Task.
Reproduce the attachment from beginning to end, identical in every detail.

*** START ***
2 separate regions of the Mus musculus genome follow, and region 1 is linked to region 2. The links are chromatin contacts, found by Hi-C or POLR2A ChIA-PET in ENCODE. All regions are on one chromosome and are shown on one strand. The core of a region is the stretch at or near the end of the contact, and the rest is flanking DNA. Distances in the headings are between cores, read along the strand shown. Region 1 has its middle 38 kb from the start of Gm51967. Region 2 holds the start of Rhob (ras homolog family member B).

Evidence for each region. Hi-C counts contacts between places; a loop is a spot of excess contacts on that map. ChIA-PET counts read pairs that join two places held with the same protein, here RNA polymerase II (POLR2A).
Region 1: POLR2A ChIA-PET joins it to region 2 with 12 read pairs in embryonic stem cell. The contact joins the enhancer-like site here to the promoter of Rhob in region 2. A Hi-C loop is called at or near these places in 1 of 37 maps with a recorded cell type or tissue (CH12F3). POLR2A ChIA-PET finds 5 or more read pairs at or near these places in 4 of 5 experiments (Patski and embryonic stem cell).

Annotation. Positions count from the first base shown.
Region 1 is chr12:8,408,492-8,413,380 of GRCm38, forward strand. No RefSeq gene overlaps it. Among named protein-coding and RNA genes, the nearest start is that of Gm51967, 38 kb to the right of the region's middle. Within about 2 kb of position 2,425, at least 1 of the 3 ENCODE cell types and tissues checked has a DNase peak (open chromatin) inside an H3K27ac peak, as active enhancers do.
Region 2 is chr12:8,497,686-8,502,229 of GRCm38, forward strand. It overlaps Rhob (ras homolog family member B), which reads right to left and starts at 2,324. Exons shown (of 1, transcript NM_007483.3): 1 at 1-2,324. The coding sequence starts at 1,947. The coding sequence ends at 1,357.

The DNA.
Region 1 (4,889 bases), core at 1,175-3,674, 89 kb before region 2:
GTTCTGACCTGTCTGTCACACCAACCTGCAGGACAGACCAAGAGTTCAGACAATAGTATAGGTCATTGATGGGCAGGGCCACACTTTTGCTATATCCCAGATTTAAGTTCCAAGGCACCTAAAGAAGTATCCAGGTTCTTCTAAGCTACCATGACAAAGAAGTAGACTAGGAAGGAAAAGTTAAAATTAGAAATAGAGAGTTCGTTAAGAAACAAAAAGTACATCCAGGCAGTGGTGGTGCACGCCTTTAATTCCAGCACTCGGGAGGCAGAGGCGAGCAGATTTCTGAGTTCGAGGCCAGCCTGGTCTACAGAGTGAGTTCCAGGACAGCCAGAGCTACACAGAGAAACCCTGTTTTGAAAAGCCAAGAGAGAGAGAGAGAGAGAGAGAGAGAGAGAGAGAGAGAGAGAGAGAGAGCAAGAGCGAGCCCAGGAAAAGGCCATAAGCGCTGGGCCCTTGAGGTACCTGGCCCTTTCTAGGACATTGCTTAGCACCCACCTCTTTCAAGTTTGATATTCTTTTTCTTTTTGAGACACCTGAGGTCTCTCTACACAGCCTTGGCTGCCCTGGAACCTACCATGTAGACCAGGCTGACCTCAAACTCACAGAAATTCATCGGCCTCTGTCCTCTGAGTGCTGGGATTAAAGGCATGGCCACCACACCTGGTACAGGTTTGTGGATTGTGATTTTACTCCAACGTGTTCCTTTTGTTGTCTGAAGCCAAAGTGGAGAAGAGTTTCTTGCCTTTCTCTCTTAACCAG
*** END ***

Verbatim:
2 separate regions of the Mus musculus genome follow, and region 1 is linked to region 2. The links are chromatin contacts, found by Hi-C or POLR2A ChIA-PET in ENCODE. All regions are on one chromosome and are shown on one strand. The core of a region is the stretch at or near the end of the contact, and the rest is flanking DNA. Distances in the headings are between cores, read along the strand shown. Region 1 has its middle 38 kb from the start of Gm51967. Region 2 holds the start of Rhob (ras homolog family member B).

Evidence for each region. Hi-C counts contacts between places; a loop is a spot of excess contacts on that map. ChIA-PET counts read pairs that join two places held with the same protein, here RNA polymerase II (POLR2A).
Region 1: POLR2A ChIA-PET joins it to region 2 with 12 read pairs in embryonic stem cell. The contact joins the enhancer-like site here to the promoter of Rhob in region 2. A Hi-C loop is called at or near these places in 1 of 37 maps with a recorded cell type or tissue (CH12F3). POLR2A ChIA-PET finds 5 or more read pairs at or near these places in 4 of 5 experiments (Patski and embryonic stem cell).

Annotation. Positions count from the first base shown.
Region 1 is chr12:8,408,492-8,413,380 of GRCm38, forward strand. No RefSeq gene overlaps it. Among named protein-coding and RNA genes, the nearest start is that of Gm51967, 38 kb to the right of the region's middle. Within about 2 kb of position 2,425, at least 1 of the 3 ENCODE cell types and tissues checked has a DNase peak (open chromatin) inside an H3K27ac peak, as active enhancers do.
Region 2 is chr12:8,497,686-8,502,229 of GRCm38, forward strand. It overlaps Rhob (ras homolog family member B), which reads right to left and starts at 2,324. Exons shown (of 1, transcript NM_007483.3): 1 at 1-2,324. The coding sequence starts at 1,947. The coding sequence ends at 1,357.

The DNA.
Region 1 (4,889 bases), core at 1,175-3,674, 89 kb before region 2:
GTTCTGACCTGTCTGTCACACCAACCTGCAGGACAGACCAAGAGTTCAGACAATAGTATAGGTCATTGATGGGCAGGGCCACACTTTTGCTATATCCCAGATTTAAGTTCCAAGGCACCTAAAGAAGTATCCAGGTTCTTCTAAGCTACCATGACAAAGAAGTAGACTAGGAAGGAAAAGTTAAAATTAGAAATAGAGAGTTCGTTAAGAAACAAAAAGTACATCCAGGCAGTGGTGGTGCACGCCTTTAATTCCAGCACTCGGGAGGCAGAGGCGAGCAGATTTCTGAGTTCGAGGCCAGCCTGGTCTACAGAGTGAGTTCCAGGACAGCCAGAGCTACACAGAGAAACCCTGTTTTGAAAAGCCAAGAGAGAGAGAGAGAGAGAGAGAGAGAGAGAGAGAGAGAGAGAGAGAGAGCAAGAGCGAGCCCAGGAAAAGGCCATAAGCGCTGGGCCCTTGAGGTACCTGGCCCTTTCTAGGACATTGCTTAGCACCCACCTCTTTCAAGTTTGATATTCTTTTTCTTTTTGAGACACCTGAGGTCTCTCTACACAGCCTTGGCTGCCCTGGAACCTACCATGTAGACCAGGCTGACCTCAAACTCACAGAAATTCATCGGCCTCTGTCCTCTGAGTGCTGGGATTAAAGGCATGGCCACCACACCTGGTACAGGTTTGTGGATTGTGATTTTACTCCAACGTGTTCCTTTTGTTGTCTGAAGCCAAAGTGGAGAAGAGTTTCTTGCCTTTCTCTCTTAACCAG